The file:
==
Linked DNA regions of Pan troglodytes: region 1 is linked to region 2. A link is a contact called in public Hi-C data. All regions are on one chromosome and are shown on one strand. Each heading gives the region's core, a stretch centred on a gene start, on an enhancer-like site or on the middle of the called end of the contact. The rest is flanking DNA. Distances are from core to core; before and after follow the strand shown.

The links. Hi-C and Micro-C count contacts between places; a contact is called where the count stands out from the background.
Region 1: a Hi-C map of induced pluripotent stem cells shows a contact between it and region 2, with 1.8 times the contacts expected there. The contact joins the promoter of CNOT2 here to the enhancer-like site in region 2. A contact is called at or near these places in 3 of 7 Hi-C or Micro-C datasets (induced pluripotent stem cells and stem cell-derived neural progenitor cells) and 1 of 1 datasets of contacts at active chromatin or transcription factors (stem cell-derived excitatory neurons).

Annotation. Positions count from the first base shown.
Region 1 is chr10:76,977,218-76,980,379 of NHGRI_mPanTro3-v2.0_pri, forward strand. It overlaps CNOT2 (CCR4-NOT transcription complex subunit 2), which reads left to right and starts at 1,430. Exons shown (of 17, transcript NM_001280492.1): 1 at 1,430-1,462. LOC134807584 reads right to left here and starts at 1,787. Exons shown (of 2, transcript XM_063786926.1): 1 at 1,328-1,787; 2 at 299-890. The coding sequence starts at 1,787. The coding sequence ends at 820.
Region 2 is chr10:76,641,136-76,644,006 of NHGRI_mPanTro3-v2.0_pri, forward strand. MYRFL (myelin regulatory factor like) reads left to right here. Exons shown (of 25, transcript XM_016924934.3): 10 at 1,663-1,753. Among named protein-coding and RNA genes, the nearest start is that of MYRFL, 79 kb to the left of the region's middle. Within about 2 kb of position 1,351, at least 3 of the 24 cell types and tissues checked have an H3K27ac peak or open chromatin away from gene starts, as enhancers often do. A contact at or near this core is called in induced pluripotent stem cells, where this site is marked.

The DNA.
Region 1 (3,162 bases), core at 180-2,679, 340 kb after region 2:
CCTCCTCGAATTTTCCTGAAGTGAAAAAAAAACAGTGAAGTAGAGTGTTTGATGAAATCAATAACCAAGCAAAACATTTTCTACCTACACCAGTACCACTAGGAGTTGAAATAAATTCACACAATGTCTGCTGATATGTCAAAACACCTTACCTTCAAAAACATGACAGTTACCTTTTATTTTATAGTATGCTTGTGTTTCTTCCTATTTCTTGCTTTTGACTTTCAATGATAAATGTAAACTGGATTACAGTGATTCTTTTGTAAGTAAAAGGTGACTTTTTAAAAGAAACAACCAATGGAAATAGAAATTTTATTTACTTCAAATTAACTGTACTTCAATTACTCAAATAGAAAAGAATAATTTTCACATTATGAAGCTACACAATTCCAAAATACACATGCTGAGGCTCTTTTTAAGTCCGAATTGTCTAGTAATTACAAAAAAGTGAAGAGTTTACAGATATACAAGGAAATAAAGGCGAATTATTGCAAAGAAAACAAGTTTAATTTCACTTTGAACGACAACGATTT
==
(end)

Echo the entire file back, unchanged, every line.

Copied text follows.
Linked DNA regions of Pan troglodytes: region 1 is linked to region 2. A link is a contact called in public Hi-C data. All regions are on one chromosome and are shown on one strand. Each heading gives the region's core, a stretch centred on a gene start, on an enhancer-like site or on the middle of the called end of the contact. The rest is flanking DNA. Distances are from core to core; before and after follow the strand shown.

The links. Hi-C and Micro-C count contacts between places; a contact is called where the count stands out from the background.
Region 1: a Hi-C map of induced pluripotent stem cells shows a contact between it and region 2, with 1.8 times the contacts expected there. The contact joins the promoter of CNOT2 here to the enhancer-like site in region 2. A contact is called at or near these places in 3 of 7 Hi-C or Micro-C datasets (induced pluripotent stem cells and stem cell-derived neural progenitor cells) and 1 of 1 datasets of contacts at active chromatin or transcription factors (stem cell-derived excitatory neurons).

Annotation. Positions count from the first base shown.
Region 1 is chr10:76,977,218-76,980,379 of NHGRI_mPanTro3-v2.0_pri, forward strand. It overlaps CNOT2 (CCR4-NOT transcription complex subunit 2), which reads left to right and starts at 1,430. Exons shown (of 17, transcript NM_001280492.1): 1 at 1,430-1,462. LOC134807584 reads right to left here and starts at 1,787. Exons shown (of 2, transcript XM_063786926.1): 1 at 1,328-1,787; 2 at 299-890. The coding sequence starts at 1,787. The coding sequence ends at 820.
Region 2 is chr10:76,641,136-76,644,006 of NHGRI_mPanTro3-v2.0_pri, forward strand. MYRFL (myelin regulatory factor like) reads left to right here. Exons shown (of 25, transcript XM_016924934.3): 10 at 1,663-1,753. Among named protein-coding and RNA genes, the nearest start is that of MYRFL, 79 kb to the left of the region's middle. Within about 2 kb of position 1,351, at least 3 of the 24 cell types and tissues checked have an H3K27ac peak or open chromatin away from gene starts, as enhancers often do. A contact at or near this core is called in induced pluripotent stem cells, where this site is marked.

The DNA.
Region 1 (3,162 bases), core at 180-2,679, 340 kb after region 2:
CCTCCTCGAATTTTCCTGAAGTGAAAAAAAAACAGTGAAGTAGAGTGTTTGATGAAATCAATAACCAAGCAAAACATTTTCTACCTACACCAGTACCACTAGGAGTTGAAATAAATTCACACAATGTCTGCTGATATGTCAAAACACCTTACCTTCAAAAACATGACAGTTACCTTTTATTTTATAGTATGCTTGTGTTTCTTCCTATTTCTTGCTTTTGACTTTCAATGATAAATGTAAACTGGATTACAGTGATTCTTTTGTAAGTAAAAGGTGACTTTTTAAAAGAAACAACCAATGGAAATAGAAATTTTATTTACTTCAAATTAACTGTACTTCAATTACTCAAATAGAAAAGAATAATTTTCACATTATGAAGCTACACAATTCCAAAATACACATGCTGAGGCTCTTTTTAAGTCCGAATTGTCTAGTAATTACAAAAAAGTGAAGAGTTTACAGATATACAAGGAAATAAAGGCGAATTATTGCAAAGAAAACAAGTTTAATTTCACTTTGAACGACAACGATTT